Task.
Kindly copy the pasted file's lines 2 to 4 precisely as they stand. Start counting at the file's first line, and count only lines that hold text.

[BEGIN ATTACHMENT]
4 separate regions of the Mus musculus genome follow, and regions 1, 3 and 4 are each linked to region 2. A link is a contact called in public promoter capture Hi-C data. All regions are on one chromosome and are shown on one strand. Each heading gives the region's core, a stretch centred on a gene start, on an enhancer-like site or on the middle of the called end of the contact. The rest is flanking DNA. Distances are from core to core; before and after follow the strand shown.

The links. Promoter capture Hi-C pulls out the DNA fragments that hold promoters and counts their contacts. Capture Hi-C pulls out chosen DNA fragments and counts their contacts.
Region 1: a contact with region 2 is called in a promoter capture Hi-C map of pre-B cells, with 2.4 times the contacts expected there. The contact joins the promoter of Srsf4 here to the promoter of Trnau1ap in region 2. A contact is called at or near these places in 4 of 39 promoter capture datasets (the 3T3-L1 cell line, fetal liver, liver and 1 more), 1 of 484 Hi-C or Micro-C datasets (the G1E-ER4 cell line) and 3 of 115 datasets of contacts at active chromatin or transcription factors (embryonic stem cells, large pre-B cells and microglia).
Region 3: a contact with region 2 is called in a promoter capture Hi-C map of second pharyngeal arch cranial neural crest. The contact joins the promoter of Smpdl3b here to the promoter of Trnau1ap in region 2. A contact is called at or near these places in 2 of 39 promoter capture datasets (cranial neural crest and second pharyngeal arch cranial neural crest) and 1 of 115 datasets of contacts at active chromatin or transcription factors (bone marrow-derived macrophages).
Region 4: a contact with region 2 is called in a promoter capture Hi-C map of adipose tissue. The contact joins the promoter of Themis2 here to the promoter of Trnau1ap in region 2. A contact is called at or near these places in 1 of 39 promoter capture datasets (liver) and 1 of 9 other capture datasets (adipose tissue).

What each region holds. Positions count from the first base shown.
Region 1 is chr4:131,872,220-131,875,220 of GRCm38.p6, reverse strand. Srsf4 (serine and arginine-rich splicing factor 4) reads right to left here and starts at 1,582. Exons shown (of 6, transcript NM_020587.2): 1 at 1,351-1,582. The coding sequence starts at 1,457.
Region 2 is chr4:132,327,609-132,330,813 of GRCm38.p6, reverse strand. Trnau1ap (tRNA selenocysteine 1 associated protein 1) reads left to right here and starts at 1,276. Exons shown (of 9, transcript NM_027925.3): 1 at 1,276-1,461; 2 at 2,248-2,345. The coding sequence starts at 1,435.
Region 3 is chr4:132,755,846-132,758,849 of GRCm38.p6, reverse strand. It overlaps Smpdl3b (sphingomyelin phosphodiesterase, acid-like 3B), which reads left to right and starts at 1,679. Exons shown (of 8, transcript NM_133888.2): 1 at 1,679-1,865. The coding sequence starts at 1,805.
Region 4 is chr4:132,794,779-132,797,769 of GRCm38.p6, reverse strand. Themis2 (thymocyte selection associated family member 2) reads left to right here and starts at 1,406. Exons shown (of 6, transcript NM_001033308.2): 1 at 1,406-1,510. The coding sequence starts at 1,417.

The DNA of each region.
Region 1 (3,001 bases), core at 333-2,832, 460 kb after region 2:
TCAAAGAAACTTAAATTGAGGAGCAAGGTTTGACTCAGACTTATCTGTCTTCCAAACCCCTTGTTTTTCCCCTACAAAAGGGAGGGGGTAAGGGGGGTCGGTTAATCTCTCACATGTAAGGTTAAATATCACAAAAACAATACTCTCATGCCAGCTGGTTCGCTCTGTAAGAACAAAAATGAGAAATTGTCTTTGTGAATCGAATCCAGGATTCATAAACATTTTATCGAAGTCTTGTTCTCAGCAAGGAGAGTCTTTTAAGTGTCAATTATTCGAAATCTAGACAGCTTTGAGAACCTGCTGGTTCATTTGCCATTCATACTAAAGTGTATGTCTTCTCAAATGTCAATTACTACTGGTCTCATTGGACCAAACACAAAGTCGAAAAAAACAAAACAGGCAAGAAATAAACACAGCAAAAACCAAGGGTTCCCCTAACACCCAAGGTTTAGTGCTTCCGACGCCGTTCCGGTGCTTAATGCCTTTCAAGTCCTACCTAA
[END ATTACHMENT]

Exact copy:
The links. Promoter capture Hi-C pulls out the DNA fragments that hold promoters and counts their contacts. Capture Hi-C pulls out chosen DNA fragments and counts their contacts.
Region 1: a contact with region 2 is called in a promoter capture Hi-C map of pre-B cells, with 2.4 times the contacts expected there. The contact joins the promoter of Srsf4 here to the promoter of Trnau1ap in region 2. A contact is called at or near these places in 4 of 39 promoter capture datasets (the 3T3-L1 cell line, fetal liver, liver and 1 more), 1 of 484 Hi-C or Micro-C datasets (the G1E-ER4 cell line) and 3 of 115 datasets of contacts at active chromatin or transcription factors (embryonic stem cells, large pre-B cells and microglia).
Region 3: a contact with region 2 is called in a promoter capture Hi-C map of second pharyngeal arch cranial neural crest. The contact joins the promoter of Smpdl3b here to the promoter of Trnau1ap in region 2. A contact is called at or near these places in 2 of 39 promoter capture datasets (cranial neural crest and second pharyngeal arch cranial neural crest) and 1 of 115 datasets of contacts at active chromatin or transcription factors (bone marrow-derived macrophages).